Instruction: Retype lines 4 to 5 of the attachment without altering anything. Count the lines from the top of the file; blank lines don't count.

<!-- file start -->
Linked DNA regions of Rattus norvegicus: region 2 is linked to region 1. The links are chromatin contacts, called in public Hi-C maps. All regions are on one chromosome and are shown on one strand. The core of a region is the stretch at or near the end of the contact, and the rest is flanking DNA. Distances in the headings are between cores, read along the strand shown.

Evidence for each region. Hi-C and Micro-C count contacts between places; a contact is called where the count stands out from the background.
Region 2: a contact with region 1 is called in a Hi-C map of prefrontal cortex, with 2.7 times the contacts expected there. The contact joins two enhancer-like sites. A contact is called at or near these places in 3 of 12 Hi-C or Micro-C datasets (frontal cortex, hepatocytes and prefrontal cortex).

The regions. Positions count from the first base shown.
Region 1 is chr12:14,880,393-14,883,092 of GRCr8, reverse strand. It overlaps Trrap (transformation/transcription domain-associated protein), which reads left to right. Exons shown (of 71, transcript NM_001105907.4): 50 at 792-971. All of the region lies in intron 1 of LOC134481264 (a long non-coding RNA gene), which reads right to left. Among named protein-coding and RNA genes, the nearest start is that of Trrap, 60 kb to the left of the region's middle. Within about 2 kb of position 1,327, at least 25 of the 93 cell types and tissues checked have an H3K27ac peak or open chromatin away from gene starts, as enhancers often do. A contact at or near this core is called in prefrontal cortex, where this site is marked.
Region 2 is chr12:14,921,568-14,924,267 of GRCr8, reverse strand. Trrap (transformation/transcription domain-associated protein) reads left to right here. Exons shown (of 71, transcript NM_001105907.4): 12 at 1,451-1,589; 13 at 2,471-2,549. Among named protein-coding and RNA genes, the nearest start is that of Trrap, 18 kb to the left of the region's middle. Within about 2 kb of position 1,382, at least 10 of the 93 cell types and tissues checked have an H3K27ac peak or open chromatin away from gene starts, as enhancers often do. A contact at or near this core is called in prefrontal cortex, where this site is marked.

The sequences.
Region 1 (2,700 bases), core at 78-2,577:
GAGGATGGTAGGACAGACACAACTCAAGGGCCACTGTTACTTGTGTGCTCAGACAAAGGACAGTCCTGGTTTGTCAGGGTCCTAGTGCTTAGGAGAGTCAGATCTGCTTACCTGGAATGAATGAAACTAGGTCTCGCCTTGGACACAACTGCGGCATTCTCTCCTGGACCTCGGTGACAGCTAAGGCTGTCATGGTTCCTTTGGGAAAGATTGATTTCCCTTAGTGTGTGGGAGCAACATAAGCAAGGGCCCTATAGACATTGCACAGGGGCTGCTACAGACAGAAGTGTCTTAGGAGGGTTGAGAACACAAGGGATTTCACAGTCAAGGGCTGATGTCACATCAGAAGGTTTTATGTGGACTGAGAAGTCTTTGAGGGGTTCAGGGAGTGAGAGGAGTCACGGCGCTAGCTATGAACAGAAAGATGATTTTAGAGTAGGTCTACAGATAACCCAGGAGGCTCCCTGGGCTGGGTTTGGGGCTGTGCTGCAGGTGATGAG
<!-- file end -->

The regions. Positions count from the first base shown.
Region 1 is chr12:14,880,393-14,883,092 of GRCr8, reverse strand. It overlaps Trrap (transformation/transcription domain-associated protein), which reads left to right. Exons shown (of 71, transcript NM_001105907.4): 50 at 792-971. All of the region lies in intron 1 of LOC134481264 (a long non-coding RNA gene), which reads right to left. Among named protein-coding and RNA genes, the nearest start is that of Trrap, 60 kb to the left of the region's middle. Within about 2 kb of position 1,327, at least 25 of the 93 cell types and tissues checked have an H3K27ac peak or open chromatin away from gene starts, as enhancers often do. A contact at or near this core is called in prefrontal cortex, where this site is marked.